Reviews by L. J. Roberts

ALYS CLARE – Girl in a Red Tunic. Hodder & Stoughton, UK, hardcover, November 2005; softcover, August 2006.

Genre: Historical mystery. Series characters: Abbess Helewise/Josse d’Acquin, 8th in series. Setting: England-Middle Ages/1193.

First Sentence: He had to wait until it was dark and everyone was asleep.

ALYS CLARE The Girl in the Red Tunic

   Abbess Helewise has been thinking about her life prior to joining the Abbey. She is surprised, yet concerned, when her son Loefgar, shows up with his wife, who looks pale and ill, and their 14-month son, who is unnaturally shy and won’t speak.

   It is a relief to have her good friend, Josse d’Acquin, who had come to the Abbey ill but is recovered, on hand. When a man, who claims his brother was killed by Leofger in a dispute, is found hanged near the Abbey, Loefgar, and his family, disappear. Helewise fears for her son, and questions how events from the past are impact the present.

   The most important element of a book, to me, is the characters. It has always been the characters which have drawn me to this series. We learn much more about Helewise than in previous books. These were times when an Abbess needn’t have been a nun, so it’s nice to see her as a woman, learn about her past, and how she came to Hawkenlye Abbey.

   As always, we see the strength of the friendship between Helewise and Josse. Not only Helewise and Josse, but all the supporting characters come to life under Ms. Clare’s hand, even the ones you don’t trust. I do appreciate that we’ve see a transition in characters since the beginning of the series. People come and go in life ad Clare handles it in a way which works.

   In most of the previous books, there has been a strong element of the metaphysical. I am one who, if done well, enjoys that. It is an element of this book as well, and it works. These were times when, even with the dominance of the Catholic Church, people, including the clergy, were highly superstitious and believed the ancient powers and abilities. Although it is quite clear that Ms. Clare is no fan of the Church, I would suspect any book set in this time, which did not include some reference to the metaphysical.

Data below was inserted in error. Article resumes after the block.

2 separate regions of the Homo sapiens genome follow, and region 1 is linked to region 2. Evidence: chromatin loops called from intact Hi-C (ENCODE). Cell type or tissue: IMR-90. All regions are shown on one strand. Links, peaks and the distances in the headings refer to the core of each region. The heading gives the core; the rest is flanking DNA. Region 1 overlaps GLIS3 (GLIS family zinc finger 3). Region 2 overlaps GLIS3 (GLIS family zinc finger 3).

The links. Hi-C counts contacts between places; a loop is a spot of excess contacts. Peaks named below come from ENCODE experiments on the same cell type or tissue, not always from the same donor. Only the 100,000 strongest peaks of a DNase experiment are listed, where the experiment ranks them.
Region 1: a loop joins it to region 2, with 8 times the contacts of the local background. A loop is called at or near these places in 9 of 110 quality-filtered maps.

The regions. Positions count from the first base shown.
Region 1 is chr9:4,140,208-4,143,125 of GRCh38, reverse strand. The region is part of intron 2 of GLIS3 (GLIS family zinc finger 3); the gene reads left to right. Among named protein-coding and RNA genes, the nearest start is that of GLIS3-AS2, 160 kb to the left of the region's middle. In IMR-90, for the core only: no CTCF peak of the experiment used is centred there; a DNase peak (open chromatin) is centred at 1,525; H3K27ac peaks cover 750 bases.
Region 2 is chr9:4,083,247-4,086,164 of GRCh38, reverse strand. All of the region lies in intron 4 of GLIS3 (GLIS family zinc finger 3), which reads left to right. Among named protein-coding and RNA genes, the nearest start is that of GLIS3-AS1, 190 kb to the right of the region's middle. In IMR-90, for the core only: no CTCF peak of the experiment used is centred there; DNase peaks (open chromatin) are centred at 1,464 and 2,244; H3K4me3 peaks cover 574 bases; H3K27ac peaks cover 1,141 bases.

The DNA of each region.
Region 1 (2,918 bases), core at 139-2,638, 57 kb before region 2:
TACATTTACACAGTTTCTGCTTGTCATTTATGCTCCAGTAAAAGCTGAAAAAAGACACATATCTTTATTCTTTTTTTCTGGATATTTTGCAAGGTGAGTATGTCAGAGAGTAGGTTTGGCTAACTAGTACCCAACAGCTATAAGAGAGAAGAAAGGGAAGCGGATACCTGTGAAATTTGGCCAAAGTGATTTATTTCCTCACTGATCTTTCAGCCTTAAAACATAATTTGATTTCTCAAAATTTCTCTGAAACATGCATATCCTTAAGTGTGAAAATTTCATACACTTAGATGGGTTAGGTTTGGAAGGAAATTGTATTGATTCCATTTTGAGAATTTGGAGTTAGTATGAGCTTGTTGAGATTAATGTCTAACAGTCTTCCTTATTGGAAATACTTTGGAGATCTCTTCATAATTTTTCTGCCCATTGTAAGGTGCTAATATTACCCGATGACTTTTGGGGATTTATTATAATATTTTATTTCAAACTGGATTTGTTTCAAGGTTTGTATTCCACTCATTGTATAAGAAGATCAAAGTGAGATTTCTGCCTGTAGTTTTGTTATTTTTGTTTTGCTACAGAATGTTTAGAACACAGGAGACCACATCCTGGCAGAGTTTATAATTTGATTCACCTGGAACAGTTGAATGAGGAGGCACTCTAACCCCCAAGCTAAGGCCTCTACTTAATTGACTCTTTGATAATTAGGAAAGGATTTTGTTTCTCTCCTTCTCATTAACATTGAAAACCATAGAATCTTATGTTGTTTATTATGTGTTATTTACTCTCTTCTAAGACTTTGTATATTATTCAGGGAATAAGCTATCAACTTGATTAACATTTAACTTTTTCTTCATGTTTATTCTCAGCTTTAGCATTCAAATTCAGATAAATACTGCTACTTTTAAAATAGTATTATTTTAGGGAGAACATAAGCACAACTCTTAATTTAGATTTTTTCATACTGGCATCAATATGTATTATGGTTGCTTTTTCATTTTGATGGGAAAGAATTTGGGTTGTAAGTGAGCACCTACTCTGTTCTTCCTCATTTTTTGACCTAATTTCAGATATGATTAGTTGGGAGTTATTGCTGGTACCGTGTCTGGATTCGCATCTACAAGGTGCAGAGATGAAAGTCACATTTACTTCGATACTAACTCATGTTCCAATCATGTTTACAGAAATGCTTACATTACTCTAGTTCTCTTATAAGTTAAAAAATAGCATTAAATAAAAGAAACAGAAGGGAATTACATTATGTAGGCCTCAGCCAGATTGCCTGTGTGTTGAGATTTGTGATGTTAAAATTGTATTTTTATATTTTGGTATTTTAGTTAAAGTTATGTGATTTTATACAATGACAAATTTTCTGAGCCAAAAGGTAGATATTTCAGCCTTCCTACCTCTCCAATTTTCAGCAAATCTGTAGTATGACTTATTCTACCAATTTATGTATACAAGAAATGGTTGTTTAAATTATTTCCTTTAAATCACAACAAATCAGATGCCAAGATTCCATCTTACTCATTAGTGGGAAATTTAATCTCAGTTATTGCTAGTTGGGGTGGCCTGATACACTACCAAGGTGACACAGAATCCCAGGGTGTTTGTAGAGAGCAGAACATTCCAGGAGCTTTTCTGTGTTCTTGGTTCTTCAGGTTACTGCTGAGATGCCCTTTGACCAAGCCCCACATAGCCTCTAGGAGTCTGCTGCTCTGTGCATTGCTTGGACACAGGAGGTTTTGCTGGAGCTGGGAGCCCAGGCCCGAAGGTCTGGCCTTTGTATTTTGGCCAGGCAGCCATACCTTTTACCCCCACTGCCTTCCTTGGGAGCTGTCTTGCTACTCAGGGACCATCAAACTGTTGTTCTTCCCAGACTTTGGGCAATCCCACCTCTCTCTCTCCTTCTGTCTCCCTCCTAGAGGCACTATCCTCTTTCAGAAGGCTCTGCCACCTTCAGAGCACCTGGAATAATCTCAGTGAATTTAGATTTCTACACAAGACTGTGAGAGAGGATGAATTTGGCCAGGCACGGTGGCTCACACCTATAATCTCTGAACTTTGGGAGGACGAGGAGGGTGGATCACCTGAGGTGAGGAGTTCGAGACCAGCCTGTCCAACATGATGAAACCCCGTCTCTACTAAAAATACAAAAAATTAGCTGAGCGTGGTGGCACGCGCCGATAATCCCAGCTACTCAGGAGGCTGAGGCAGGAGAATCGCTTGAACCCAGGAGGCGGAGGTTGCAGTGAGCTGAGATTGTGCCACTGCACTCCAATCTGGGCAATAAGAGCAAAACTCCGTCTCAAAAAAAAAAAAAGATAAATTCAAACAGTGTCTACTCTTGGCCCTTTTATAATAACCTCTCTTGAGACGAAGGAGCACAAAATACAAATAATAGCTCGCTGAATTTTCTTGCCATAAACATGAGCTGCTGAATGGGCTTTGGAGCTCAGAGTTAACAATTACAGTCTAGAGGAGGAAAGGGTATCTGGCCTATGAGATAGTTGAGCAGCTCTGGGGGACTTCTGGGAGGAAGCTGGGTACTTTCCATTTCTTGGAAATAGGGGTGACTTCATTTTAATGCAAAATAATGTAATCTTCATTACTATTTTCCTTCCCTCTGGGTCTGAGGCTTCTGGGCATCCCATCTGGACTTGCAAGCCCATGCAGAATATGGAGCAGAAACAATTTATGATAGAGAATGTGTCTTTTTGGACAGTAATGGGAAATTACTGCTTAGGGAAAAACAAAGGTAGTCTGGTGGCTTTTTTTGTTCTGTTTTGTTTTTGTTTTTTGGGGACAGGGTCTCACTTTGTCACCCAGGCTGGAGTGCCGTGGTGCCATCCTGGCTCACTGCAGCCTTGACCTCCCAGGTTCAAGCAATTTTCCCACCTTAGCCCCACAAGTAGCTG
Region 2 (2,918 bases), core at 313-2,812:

Which leads to the third thing: I love English history. Not only did Ms. Clare include a map and genealogical chart at the beginning of the book, she clearly does her period research. Early in the story, Clare talks about King Henry being captured for ransom and the impact the levies was having on the lives of the people.

   She paints a vivid picture of people’s lives, including the hunger and cold due to lack of money. A slight misstep is in the plotting. I did figure out the motive and villain before the end, which reduced my rating, but it didn’t spoil the read for me.

   In fact, I was so drawn into the book, I never wanted to put it down, and found the ending quite sad, but rather lovely. I look forward to continuing with this series.

Rating:   Good Plus.

Editorial Comment:   There are now 12 books in this “Hawkenlye” series, with the most recent appearing in 2008. Since then Alys Clare seems to have switched gears a bit, with two books in her “Aelf Fen” series being published in 2009. These novels are set in the reign of William II (1087-1100), with the series itself named after the imaginary area in which they take place.